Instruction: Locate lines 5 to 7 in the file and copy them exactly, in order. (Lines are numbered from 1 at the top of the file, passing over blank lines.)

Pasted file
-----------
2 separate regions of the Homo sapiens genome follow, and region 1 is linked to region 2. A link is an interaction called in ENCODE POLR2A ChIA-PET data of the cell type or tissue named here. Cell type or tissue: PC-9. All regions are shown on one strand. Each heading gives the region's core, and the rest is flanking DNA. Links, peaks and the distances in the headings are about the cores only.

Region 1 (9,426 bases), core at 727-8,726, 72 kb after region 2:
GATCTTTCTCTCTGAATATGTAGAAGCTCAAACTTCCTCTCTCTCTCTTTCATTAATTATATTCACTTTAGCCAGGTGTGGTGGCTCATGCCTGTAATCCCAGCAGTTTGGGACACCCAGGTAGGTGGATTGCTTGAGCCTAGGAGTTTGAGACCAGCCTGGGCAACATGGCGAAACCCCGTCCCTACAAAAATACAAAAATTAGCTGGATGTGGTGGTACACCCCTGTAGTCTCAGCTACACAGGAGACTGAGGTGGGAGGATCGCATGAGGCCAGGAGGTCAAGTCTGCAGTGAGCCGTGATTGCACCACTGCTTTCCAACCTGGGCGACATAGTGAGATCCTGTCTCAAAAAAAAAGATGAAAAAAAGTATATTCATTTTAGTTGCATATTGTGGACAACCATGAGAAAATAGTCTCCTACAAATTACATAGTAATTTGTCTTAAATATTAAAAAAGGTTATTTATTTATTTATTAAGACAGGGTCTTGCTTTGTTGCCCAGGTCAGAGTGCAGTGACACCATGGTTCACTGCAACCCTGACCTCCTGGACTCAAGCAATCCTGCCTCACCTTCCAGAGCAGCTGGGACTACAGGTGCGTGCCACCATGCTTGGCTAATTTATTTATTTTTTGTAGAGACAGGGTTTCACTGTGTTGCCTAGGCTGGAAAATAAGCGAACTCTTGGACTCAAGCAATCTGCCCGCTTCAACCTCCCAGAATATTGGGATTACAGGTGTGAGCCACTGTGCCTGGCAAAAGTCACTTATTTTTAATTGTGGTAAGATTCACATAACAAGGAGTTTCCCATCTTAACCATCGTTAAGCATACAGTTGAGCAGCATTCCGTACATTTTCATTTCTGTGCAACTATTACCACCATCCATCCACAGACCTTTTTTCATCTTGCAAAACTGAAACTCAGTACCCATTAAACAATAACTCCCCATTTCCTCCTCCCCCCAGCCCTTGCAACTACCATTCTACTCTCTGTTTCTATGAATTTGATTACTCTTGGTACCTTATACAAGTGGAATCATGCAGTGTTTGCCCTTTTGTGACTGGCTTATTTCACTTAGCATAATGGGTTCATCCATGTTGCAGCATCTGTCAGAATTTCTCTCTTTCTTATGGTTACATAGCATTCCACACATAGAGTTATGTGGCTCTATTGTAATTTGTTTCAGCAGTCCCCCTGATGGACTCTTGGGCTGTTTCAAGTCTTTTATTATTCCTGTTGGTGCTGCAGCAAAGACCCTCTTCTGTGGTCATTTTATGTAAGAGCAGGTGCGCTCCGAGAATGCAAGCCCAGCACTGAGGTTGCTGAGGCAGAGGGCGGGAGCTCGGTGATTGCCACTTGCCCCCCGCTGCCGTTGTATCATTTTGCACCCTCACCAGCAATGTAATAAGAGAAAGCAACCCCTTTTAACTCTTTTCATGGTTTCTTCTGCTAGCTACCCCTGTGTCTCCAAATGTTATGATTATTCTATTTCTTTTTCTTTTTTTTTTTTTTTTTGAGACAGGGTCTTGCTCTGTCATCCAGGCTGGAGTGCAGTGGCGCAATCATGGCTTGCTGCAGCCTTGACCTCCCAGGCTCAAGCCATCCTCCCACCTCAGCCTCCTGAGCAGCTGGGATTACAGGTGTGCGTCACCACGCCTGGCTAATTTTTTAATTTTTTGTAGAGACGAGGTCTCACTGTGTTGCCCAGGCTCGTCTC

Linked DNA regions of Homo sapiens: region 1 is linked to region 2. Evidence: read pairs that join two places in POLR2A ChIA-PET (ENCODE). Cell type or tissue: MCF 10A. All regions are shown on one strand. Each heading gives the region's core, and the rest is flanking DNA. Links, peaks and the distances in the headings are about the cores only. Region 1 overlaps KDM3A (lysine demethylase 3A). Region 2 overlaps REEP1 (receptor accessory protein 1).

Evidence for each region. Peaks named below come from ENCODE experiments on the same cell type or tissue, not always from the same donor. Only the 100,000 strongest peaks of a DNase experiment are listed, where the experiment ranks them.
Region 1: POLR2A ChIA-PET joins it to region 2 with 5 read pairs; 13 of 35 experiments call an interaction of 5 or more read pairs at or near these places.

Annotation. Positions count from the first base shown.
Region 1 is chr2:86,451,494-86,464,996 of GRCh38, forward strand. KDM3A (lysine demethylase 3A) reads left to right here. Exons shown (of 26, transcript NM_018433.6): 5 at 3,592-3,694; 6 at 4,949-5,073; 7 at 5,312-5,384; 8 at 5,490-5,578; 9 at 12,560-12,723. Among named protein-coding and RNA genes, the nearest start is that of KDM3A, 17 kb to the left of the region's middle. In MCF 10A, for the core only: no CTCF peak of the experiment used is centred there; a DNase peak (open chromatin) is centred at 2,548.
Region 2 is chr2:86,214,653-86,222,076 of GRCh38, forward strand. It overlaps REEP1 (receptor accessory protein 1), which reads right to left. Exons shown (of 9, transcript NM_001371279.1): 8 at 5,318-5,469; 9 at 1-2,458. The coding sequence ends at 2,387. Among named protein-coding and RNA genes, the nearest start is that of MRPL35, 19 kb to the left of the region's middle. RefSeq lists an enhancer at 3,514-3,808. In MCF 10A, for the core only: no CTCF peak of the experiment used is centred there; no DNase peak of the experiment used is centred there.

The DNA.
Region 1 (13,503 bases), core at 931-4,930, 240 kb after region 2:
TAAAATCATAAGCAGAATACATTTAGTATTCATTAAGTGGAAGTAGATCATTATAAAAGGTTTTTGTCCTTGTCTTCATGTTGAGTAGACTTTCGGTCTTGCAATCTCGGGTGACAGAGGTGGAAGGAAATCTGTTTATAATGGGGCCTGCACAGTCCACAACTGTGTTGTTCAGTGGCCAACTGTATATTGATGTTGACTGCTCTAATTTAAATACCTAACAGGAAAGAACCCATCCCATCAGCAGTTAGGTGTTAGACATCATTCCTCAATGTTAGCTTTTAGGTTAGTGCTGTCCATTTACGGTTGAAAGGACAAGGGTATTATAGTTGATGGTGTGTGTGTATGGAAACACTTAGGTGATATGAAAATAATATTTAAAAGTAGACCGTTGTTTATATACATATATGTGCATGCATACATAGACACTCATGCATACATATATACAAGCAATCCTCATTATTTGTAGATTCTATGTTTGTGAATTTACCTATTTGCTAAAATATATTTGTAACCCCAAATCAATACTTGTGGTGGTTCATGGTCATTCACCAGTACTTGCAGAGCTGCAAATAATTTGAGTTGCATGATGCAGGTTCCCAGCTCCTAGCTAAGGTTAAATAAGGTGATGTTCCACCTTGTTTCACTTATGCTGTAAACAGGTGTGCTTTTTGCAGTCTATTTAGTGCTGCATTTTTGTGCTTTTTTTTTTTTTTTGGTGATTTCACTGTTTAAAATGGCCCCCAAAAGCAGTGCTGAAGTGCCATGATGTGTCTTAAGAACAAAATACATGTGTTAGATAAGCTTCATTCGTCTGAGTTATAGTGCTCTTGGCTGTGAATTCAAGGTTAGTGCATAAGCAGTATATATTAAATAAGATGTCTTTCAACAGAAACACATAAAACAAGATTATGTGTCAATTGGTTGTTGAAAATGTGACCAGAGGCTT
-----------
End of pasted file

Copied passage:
Evidence for each region. Peaks named below come from ENCODE experiments on the same cell type or tissue, not always from the same donor. Only the 100,000 strongest peaks of a DNase experiment are listed, where the experiment ranks them.
Region 1: POLR2A ChIA-PET joins it to region 2 with 5 read pairs; 13 of 35 experiments call an interaction of 5 or more read pairs at or near these places.

Annotation. Positions count from the first base shown.